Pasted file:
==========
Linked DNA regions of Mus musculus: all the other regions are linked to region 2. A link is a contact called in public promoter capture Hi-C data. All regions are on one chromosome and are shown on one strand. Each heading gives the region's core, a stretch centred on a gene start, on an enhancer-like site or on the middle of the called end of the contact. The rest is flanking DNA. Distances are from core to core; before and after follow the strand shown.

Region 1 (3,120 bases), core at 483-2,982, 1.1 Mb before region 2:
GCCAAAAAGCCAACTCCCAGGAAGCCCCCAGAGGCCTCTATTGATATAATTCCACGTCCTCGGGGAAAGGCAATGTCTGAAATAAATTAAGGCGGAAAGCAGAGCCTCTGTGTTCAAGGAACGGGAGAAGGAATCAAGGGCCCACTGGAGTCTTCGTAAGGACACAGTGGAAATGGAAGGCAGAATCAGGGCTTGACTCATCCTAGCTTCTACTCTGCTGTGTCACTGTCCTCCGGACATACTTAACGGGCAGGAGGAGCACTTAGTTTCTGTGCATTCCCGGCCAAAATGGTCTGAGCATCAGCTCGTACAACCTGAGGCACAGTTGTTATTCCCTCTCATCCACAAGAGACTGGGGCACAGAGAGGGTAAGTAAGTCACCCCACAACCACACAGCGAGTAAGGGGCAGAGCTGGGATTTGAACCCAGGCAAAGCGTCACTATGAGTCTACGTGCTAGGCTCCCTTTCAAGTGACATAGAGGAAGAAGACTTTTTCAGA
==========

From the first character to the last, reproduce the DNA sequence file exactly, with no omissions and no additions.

Linked DNA regions of Mus musculus: all the other regions are linked to region 2. A link is a contact called in public promoter capture Hi-C data. All regions are on one chromosome and are shown on one strand. Each heading gives the region's core, a stretch centred on a gene start, on an enhancer-like site or on the middle of the called end of the contact. The rest is flanking DNA. Distances are from core to core; before and after follow the strand shown.

Region 1 (3,120 bases), core at 483-2,982, 1.1 Mb before region 2:
GCCAAAAAGCCAACTCCCAGGAAGCCCCCAGAGGCCTCTATTGATATAATTCCACGTCCTCGGGGAAAGGCAATGTCTGAAATAAATTAAGGCGGAAAGCAGAGCCTCTGTGTTCAAGGAACGGGAGAAGGAATCAAGGGCCCACTGGAGTCTTCGTAAGGACACAGTGGAAATGGAAGGCAGAATCAGGGCTTGACTCATCCTAGCTTCTACTCTGCTGTGTCACTGTCCTCCGGACATACTTAACGGGCAGGAGGAGCACTTAGTTTCTGTGCATTCCCGGCCAAAATGGTCTGAGCATCAGCTCGTACAACCTGAGGCACAGTTGTTATTCCCTCTCATCCACAAGAGACTGGGGCACAGAGAGGGTAAGTAAGTCACCCCACAACCACACAGCGAGTAAGGGGCAGAGCTGGGATTTGAACCCAGGCAAAGCGTCACTATGAGTCTACGTGCTAGGCTCCCTTTCAAGTGACATAGAGGAAGAAGACTTTTTCAGA